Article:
A green, red, black, and white 3-D image of a patient’s entire body rotates on a computer screen before Gordon Harris and Wenli Cai. Harris points out a number of tumors, hallmarks of a genetic disease called neurofibromatosis (NF). Harris’s research group at Massachusetts General Hospital, where he is director of 3-D-imaging services, is preparing a clinical trial to test a technique for monitoring patients, like this one, affected by NF. The technique combines PET imaging and a relatively new imaging technology called whole-body MRI. [Disclaimer: Jason Pontin, the editor in chief and publisher of Technology Review, serves on the board of directors of the Children’s Tumor Foundation, which awarded a grant to Harris for the research described here.]
Most people have never heard of neurofibromatosis, though its three forms affect over 100,000 Americans–more than suffer from cystic fibrosis, Huntington’s disease, and Tay-Sachs disease combined. About one in 3,500 babies worldwide is born with the most common form, NF1. NF1 patients may have noncancerous tumors growing along the nerves and on the skin of any part of the body. These tumors can cause pain and disfigurement; more rarely, they turn cancerous.
Much is unknown about neurofibromatosis. There are genetic tests for two of its forms, but the causes of the third, which was characterized only recently, have yet to be determined. About 10 percent of people with NF1 will develop cancerous tumors. But doctors are unable to accurately predict which patients will have a mild form of the disease, which will develop severe complications, and which will get cancer. Detecting tumors early can be difficult. “Unless you can see a tumor pressing out, or it causes a symptom like shortness of breath, we don’t know it’s there,” says Scott Plotkin, a doctor specializing in cancers of the nervous system at Mass. General, where he collaborates with Harris. Currently, a doctor who suspects an internal tumor characteristic of NF will order a traditional MRI scan, which images only one part of the patient’s body–such as the brain, right arm, or left leg–and takes about 45 minutes. In contrast, whole-body MRI can scan the entire body in 45 minutes and should find all detectable tumors at once. Plotkin and Harris’s study, which starts early next year, will enroll about 250 patients and last four years. It will test whether whole-body MRI is able to image neurofibromatosis tumors as effectively as traditional MRI, and it will look at the effectiveness of combining whole-body MRI with PET images.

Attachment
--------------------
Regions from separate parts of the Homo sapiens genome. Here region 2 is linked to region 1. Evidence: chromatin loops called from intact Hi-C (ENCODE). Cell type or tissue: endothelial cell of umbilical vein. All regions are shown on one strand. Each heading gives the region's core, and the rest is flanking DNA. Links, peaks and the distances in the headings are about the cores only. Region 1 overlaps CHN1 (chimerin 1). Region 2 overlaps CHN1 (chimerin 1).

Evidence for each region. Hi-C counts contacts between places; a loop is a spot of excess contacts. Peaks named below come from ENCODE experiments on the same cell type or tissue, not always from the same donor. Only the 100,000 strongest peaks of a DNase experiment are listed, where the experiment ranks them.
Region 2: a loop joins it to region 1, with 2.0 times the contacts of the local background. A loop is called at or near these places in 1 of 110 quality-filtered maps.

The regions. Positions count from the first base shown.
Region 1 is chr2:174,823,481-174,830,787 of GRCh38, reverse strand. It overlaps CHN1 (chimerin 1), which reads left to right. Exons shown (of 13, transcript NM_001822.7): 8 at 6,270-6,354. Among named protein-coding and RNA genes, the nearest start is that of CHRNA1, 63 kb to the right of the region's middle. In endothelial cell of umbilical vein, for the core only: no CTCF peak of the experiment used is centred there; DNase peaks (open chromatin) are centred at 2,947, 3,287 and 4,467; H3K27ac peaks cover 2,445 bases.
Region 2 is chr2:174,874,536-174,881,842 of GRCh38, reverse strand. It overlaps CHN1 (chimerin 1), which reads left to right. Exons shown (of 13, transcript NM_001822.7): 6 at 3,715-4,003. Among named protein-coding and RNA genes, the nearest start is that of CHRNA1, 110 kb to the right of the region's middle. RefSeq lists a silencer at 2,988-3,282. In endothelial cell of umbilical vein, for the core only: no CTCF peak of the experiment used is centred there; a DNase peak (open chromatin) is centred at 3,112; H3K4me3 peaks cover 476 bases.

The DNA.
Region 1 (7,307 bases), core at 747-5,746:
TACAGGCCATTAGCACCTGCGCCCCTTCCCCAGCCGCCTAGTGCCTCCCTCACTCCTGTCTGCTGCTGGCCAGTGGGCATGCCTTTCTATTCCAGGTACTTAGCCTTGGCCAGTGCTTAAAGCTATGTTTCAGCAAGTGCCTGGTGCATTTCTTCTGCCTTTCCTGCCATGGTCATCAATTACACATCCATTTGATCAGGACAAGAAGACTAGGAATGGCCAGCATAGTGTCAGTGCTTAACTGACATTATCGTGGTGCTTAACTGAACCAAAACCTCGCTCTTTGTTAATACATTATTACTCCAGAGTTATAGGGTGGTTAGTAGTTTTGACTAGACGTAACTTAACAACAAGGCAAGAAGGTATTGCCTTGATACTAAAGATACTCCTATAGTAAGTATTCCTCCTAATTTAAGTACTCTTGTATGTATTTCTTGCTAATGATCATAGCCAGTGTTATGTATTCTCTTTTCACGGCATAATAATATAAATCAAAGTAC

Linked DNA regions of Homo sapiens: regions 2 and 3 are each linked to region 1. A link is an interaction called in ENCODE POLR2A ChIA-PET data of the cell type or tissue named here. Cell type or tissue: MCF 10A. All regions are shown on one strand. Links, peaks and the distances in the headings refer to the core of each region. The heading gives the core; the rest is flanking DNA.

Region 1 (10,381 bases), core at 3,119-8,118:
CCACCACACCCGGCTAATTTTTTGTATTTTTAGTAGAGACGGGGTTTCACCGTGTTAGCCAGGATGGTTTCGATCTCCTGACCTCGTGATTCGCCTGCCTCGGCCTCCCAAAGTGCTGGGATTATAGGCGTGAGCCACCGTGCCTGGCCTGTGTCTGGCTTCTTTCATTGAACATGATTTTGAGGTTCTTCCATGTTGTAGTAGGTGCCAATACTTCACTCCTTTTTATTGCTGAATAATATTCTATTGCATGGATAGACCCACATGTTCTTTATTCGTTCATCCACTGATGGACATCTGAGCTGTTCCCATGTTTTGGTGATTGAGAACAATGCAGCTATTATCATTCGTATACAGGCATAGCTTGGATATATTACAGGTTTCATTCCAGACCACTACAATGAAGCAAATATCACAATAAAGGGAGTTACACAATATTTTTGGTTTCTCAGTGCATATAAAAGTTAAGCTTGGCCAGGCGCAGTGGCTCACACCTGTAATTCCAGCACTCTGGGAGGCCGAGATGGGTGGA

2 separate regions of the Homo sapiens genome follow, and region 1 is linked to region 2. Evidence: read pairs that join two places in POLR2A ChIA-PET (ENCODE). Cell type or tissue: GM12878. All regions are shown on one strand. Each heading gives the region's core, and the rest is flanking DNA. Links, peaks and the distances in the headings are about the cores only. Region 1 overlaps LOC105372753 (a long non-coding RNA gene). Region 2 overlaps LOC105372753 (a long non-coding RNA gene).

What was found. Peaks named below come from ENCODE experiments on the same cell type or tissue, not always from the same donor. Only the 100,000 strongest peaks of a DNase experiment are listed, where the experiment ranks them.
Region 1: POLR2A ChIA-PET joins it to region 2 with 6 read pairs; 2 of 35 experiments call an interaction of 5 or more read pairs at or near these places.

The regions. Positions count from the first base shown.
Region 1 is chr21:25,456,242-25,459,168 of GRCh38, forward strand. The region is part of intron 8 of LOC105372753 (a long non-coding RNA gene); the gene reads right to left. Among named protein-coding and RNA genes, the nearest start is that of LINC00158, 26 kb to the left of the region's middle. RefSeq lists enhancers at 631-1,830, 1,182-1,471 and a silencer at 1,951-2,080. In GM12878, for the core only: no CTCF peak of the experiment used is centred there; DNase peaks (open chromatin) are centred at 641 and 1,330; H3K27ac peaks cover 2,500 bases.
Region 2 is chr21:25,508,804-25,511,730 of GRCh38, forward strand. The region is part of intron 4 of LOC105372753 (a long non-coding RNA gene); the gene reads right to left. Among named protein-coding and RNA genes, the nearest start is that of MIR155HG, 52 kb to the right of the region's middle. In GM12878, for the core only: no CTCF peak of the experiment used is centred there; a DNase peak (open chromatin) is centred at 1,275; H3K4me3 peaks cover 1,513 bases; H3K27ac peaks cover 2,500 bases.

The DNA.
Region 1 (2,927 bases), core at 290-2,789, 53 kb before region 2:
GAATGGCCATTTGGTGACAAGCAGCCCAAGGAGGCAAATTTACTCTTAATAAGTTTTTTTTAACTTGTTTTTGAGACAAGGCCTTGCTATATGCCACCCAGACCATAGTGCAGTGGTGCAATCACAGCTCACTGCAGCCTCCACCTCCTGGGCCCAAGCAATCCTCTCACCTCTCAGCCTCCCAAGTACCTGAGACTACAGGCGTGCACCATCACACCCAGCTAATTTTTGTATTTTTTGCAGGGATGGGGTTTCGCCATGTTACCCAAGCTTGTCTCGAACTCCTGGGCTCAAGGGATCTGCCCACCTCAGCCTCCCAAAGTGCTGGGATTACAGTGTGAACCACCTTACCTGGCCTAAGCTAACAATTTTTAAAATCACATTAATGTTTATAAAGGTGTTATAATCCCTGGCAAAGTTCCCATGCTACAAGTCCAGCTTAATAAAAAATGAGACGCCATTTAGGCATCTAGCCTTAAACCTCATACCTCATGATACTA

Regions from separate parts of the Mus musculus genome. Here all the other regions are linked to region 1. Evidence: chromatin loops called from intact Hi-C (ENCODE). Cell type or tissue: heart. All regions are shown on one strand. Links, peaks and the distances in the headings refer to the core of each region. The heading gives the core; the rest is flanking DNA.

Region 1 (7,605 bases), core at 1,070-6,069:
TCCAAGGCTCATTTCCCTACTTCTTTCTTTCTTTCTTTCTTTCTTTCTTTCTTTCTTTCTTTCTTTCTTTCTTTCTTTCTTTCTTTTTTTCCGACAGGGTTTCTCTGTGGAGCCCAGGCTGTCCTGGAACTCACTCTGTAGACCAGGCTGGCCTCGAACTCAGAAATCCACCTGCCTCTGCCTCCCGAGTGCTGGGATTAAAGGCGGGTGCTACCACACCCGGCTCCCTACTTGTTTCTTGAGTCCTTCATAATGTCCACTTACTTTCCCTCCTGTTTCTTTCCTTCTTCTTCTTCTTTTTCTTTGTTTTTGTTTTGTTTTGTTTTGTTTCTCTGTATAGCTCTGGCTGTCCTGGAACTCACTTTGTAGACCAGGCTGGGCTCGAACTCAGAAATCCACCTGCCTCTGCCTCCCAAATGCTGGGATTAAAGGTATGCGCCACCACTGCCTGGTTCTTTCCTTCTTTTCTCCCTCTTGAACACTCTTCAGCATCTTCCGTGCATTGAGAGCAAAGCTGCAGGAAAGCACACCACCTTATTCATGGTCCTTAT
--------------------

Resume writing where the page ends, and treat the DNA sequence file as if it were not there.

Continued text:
MRI provides detailed anatomical images that crisply map out the location and size of each tumor, but it doesn’t reveal anything about the activity of tumors and other tissue. PET scans show how quickly tissue burns through glucose, which gives physicians a measure of how metabolically active it is. Cancerous tumors have very high metabolic rates and, says Harris, are usually “hot” on PET scans. Benign tumors have low metabolic rates, consuming glucose much more slowly.
If an NF patient’s tumor becomes cancerous, Plotkin and Harris will look back at previous images to see if there were any warning signs–a metabolic reading slightly hotter than normal. The normal range of metabolic activity for NF-related tumors is simply not known, so it can be difficult to distinguish between a tumor with a high but normal metabolic rate and one that is likely to turn malignant. Plotkin says the hindsight offered by the Mass. General trial will provide clearer guidelines for physicians about which tumors may be precancerous and should be biopsied.
Whole-body MRI is less than a decade old, and the technology is currently not part of routine patient care in the United States. But Ara Kassarjian, a Mass. General radiologist working on the NF trial, says the major manufacturers of the strongest MRI scanners used in hospitals (including Siemens, General Electric, and Philips) are now making the machines with whole-body imaging capability. The primary technological advances over traditional MRI are a table that moves a patient through the machine smoothly enough not to blur the image and software that can seamlessly weave together five or six sets of images. Researchers are testing the technique in a variety of diseases besides NF. For example, physicians hope clinical trials in progress will show whether whole-body MRI can detect the spread of cancer.
The Mass. General researchers’ trial will be run in full collaboration with a hospital in Hamburg, Germany, that also treats a large number of neurofibromatosis patients and performs whole-body MRI scans. To facilitate this long-distance collaboration, Harris has built a password-protected online database where all MRI and PET images from patients at each hospital will be stored. Rather than seeing only a radiologist’s report on images from the other hospital, the American and German researchers will be able to see original imaging scans from all patients. This will allow for more consistent analysis of both sets of images.
Plotkin hopes their study will take some of the guesswork out of diagnosing and managing neurofibromatosis. And in the future, he hopes to correlate the images with genetic tests, so he can better determine how gene abnormality affects the number and size of tumors in NF patients. “The ultimate goal is to understand why some patients are severely affected and others are not,” he says. “This is the first step on that path.”